Also being French, my mother has a daily chocolate requirement, or at least enjoys a sweet after lunch. So after our cheese and you-know-what goodies, including an outstanding paté, we perused Powder’s dessert menu.

I ordered the Chocolate Dirt Pudding, but without the mint ice cream. She thought it would be too rich, like that’s ever stopped her!

This is what it looked like, after we both attacked it like we were starving. Not the prettiest dessert, but the black cherry fudge sauce was indescribable. Neither of us tasted the cherry part, interestingly enough, but it didn’t matter. The sauce, which was really a pudding, was fabulous.

After getting back home, I looked into Colpa Degno cookies, which were the crumbled “dirt” on the pudding. Turns out the name roughly translates to “worth the guilt.”

From Food52: Created by Megan Fitzroy Phelan, currently an owner of Richmond, Virginia’s lauded Longoven restaurant, and formerly a Sullivan Street pastry chef, these cookies are small and addictive and so delightful that they are well worth any remorse you might feel from eating a half dozen or so.

The actual cookie recipe is in this book:

I’m not much of a cookie or dessert maker, but I really wanted to recreate the dessert, including the mint ice cream, for my husband’s birthday. He loves chocolate and mint together, and he deserves a sin-worthy treat! And it all started with my making Colpa Degno.

Colpa Degno Cookies
Makes 2 dozen cookies

1 2/3 cup confectioners’ sugar
1/2 scant cup (40 g) unsweetened dark cocoa powder
1/2 teaspoon sea salt
Whites from 2 large eggs
1 1/4 teaspoons vanilla extract
1/2 cup (100 g) milk chocolate chips
1/2 cup (100 g) dark chocolate chips

Heat the oven to 375 degrees F and line a baking sheet with parchment paper. Whisk the powdered sugar, cocoa powder, and salt with a fork in a medium bowl to combine.


Whisk together the egg whites and the vanilla with a fork in a small bowl. Make a well in the center of the dry ingredients and pour in the egg whites; stir the mixture with the fork until it just begins to come together.

Add the chocolates and stir until well combined. The dough will be extremely sticky and as dark as black licorice.

At the bakery, we use a #60 scoop (like a small ice cream scoop) to scoop and ball these, but an ordinary 1 tablespoon measuring spoon works well too.

Pack the batter into the spoon by squashing and dragging the spoon against the inside of the bowl to make sure the rounds of dough are tight and compact – if the dough is too loosely packed, the cookies tend to really spread out and separate as they bake.


Place the rounds of dough on the parchment-lined cookie sheet a good 3” apart and bake for about 12 minutes or until the tops are glossy and set.

When the cookies are done, they will be quite gooey, but they will continue to cook as they cool.

Once they’ve cooled off enough to eat, they should be soft and chewy – if they’re hard or crisp, they’ve baked too much.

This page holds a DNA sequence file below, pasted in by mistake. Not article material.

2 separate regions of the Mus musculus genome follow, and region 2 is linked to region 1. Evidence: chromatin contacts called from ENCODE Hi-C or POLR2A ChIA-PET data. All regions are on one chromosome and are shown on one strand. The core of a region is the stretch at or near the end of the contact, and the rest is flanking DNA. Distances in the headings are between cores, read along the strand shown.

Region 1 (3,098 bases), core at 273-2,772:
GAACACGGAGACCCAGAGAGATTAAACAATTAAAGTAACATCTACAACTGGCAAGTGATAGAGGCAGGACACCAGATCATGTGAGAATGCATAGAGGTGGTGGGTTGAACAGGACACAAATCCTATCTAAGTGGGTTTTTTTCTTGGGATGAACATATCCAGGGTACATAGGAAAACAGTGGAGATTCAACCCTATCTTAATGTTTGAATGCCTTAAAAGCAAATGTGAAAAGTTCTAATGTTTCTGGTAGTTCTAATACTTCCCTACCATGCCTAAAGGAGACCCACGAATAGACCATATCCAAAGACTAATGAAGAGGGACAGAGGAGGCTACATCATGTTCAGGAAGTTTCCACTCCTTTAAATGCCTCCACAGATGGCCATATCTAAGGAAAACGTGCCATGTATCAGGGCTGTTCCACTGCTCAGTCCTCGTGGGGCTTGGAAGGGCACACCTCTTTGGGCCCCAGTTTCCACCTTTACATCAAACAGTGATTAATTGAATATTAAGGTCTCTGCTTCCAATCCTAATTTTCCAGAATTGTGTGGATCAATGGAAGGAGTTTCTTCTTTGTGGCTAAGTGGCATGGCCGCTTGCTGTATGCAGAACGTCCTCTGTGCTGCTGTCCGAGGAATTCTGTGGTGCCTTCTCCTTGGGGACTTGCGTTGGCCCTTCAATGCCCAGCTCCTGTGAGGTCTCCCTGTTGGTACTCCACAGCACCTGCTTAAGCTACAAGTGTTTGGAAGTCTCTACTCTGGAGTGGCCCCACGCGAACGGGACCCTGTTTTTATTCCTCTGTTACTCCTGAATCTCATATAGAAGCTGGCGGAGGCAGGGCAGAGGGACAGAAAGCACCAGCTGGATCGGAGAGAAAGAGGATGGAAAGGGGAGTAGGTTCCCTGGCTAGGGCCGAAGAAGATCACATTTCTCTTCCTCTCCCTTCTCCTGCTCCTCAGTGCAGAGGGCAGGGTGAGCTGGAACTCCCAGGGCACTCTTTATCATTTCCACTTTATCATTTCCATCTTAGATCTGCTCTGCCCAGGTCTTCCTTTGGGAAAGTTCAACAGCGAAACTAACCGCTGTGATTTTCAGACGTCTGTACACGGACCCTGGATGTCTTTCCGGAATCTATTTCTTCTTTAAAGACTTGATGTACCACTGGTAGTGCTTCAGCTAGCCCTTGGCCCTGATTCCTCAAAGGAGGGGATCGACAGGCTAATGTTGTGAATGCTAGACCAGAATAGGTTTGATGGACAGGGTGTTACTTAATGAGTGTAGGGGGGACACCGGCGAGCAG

Cool the cookies on the paper, set on a wire rack, for 10 minutes. Repeat with the remaining dough.

Serve these cookies the day they are made.

Sneak preview to next post!

Meyer Lemon Pots de Crème

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When I was little, I used to love playing with my mother’s pots de crème set. I loved the dainty handled pots with the cute knobbed lids. These were way more fun than a tea set.

I remember her pots de crème well. It was silky smooth, mild in flavor, and just seemed to hit the spot. It was such a delight lifting up the little hat and be greeted with the creamy goodness inside.

Recently when I was reorganizing, I came across this set that she passed on to me, and realized I’d only made pots de crème once since I’ve been married. It was time to make it again.

I decided on a Meyer lemon version, just because I tend to not make lemonny desserts often, and it’s springtime. So I created a recipe.

Unfortunately, this post should be titled, “Do Not Make This Recipe.” My dessert bombed. Big time.

I have no idea what went wrong. There are so many factors with baking, and fortunately I don’t claim to be a baker. But I hate the fact that my blog is supposed to get people in the kitchen cooking, and then I present a failure.

Nonetheless I’m posting this anyway, mostly to show off the beautiful set, which I had a ball photographing! Following is a recipe not to use.

Meyer Lemon Pots de Crème

2 3/4 cups heavy cream, at room temperature
Zest of 4 Meyer lemons
10 large egg yolks, at room temperature
6 tablespoons sugar
Pinch of salt
4 ounces sour cream, at room temperature

Place cream in an saucepan and heat slowly just to a light simmer. Add the zest and stir gently.

Let the cream steep with the zest for a few minutes, then turn off the heat but leave the cream sit for one hour. Set aside

Preheat oven to 325 degrees F.  Using an electric mixer, beat yolks, sugar, and salt in a large bowl until pale yellow, about 2 minutes.

Bring the lemonny cream to a simmer, and immediately but gradually whisk it into the yolk mixture.  Whisk in the sour cream.

Pour the custard through a fine-mesh sieve set over a medium pitcher with a pouring spout.